regarding water on Mars.
http://www.astronomy.com/news/2018/07/liquid-water-on-marshttp://www.planetary.org/blogs/emily-lakdawalla/2018/liquid-water-on-mars-really.html
The paper from Science here

https://science.sciencemag.org/content/361/6401/490.full
There were some pretty cool images too showing the sort of erosion rivers and streams have on the landscape.
https://images.app.goo.gl/df3ptsryuZYz7YGk9
It would really important if data coming back from probes and a possible mission there give strong indication of life, ancient life. Two planets in one solar system! That would skew the probabilities just a little bit I think.
I think this where Bayesian statistics may kick in but I am not a mathematician. @phinds @fresh_42 @Mark44 could give an indication on how that could refine the probability possibility.
 
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But, if just one species in the Galaxy had developed the technology and the will for interstellar travel, it could have completely colonized it at sub-light speeds (either with self-replicating robotic probes or in person) within a million years or so.
 
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DaveC426913
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But, if just one species in the Galaxy had developed the technology and the will for interstellar travel, it could have completely colonized it at sub-light speeds (either with self-replicating robotic probes or in person) within a million years or so.
This is a pretty big hypothetical though.

I have a car and a will to travel, but I have not visited even a fraction of the cities in my country. Nor will I ever, even given sufficient time.

I guess if you changed your statement to "the will to colonize as many planets as possible".
 
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But, if just one species in the Galaxy had developed the technology and the will for interstellar travel, it could have completely colonized it at sub-light speeds (either with self-replicating robotic probes or in person) within a million years or so.
Good point. If there are civilizations out there that can travel interstellar space then and hadn't killed themselves off, then they're fingerprints could be ubiquitous around the galaxy. Like the British empire was across the globe once they mastered the seas. What would we do if we discovered a primitive but semi intelligent life form under mars?
 
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pinball1970
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Discuss it on PF
 
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BillTre
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While we can attest to one case of life arising on a planet, of that life attaining higher forms, eventually intelligence and to some extent space technology,
there are zero known cases of a:
species in the Galaxy had developed the technology and the will for interstellar travel

Using the logic often found in these discussions would imply that "species in the galaxy, developing technology and the will for interstellar travel" is a less likely occurence than life arising.
It seems to be a bigger IF.
 
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While we can attest to one case of life arising on a planet, of that life attaining higher forms, eventually intelligence and to some extent space technology,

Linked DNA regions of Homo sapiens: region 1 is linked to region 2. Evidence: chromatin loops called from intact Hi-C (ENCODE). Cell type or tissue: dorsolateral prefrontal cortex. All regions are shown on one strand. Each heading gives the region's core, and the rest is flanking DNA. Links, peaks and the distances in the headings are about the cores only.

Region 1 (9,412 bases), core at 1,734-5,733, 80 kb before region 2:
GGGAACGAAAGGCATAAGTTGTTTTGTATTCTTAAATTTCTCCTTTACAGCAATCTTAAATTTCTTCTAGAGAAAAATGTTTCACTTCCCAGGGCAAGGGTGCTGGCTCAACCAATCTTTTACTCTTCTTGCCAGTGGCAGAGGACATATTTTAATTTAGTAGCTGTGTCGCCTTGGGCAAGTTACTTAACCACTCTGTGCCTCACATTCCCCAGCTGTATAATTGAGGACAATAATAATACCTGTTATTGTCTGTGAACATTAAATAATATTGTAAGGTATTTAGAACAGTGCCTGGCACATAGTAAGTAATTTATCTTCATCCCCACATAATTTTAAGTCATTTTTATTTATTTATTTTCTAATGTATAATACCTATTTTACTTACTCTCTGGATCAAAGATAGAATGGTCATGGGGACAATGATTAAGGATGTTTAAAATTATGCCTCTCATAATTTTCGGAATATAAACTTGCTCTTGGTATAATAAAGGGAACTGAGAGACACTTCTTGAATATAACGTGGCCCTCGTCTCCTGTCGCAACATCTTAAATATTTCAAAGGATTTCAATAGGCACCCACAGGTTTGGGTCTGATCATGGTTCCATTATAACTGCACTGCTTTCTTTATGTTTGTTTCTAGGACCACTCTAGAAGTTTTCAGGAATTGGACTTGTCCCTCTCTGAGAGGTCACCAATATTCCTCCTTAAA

there are zero known cases of a:


Using the logic often found in these discussions would imply that "species in the galaxy, developing technology and the will for interstellar travel" is a less likely occurence than life arising.
It seems to be a bigger IF.

An interesting 'IF' is if we find evidence of current or past life on Mars, Titan or somewhere else in the solar system, which could happen within the next couple of decades, then it implies life is common across the universe. Combine that with the lack of evidence for interstellar civilizations implies either intelligent technological civilizations are extremely rare or interstellar travel is an intractable problem
 
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pinball1970
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An interesting 'IF' is if we find evidence of current or past life on Mars, Titan or somewhere else in the solar system, which could happen within the next couple of decades, then it implies life is common across the universe. Combine that with the lack of evidence for interstellar civilizations implies either intelligent technological civilizations are extremely rare or interstellar travel is an intractable problem
That makes sense because the chemistry is ubiquitous, that evolutionary step to where we are though seems to be very rare at least on our planet.
Why would it be different elsewhere?
 
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gmax137
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... Like the British empire was across the globe once they mastered the seas...
There's going to be hell to pay when the starships arrive and we find out they use Whitworth fasteners torqued to foot-pounds 😈
 
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There's going to be hell to pay when the starships arrive and we find out they use Whitworth fasteners torqued to foot-pounds 😈


Well maybe, but even so. . . I still think it would be a triumph. . 😈

.
 
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Discuss it on PF
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All joking aside, what we would do could be a good indication what they would do. If we did happen to find some semi intelligent life on Europa or subterranean mars what would be the extent of our interactions. Just purely observational? Probably not, given our scientific curiosity. We would have to take samples, run experiments, and decode their DNA if they have any maybe even exploit them or influence their ideology...sorry a bit too speculative.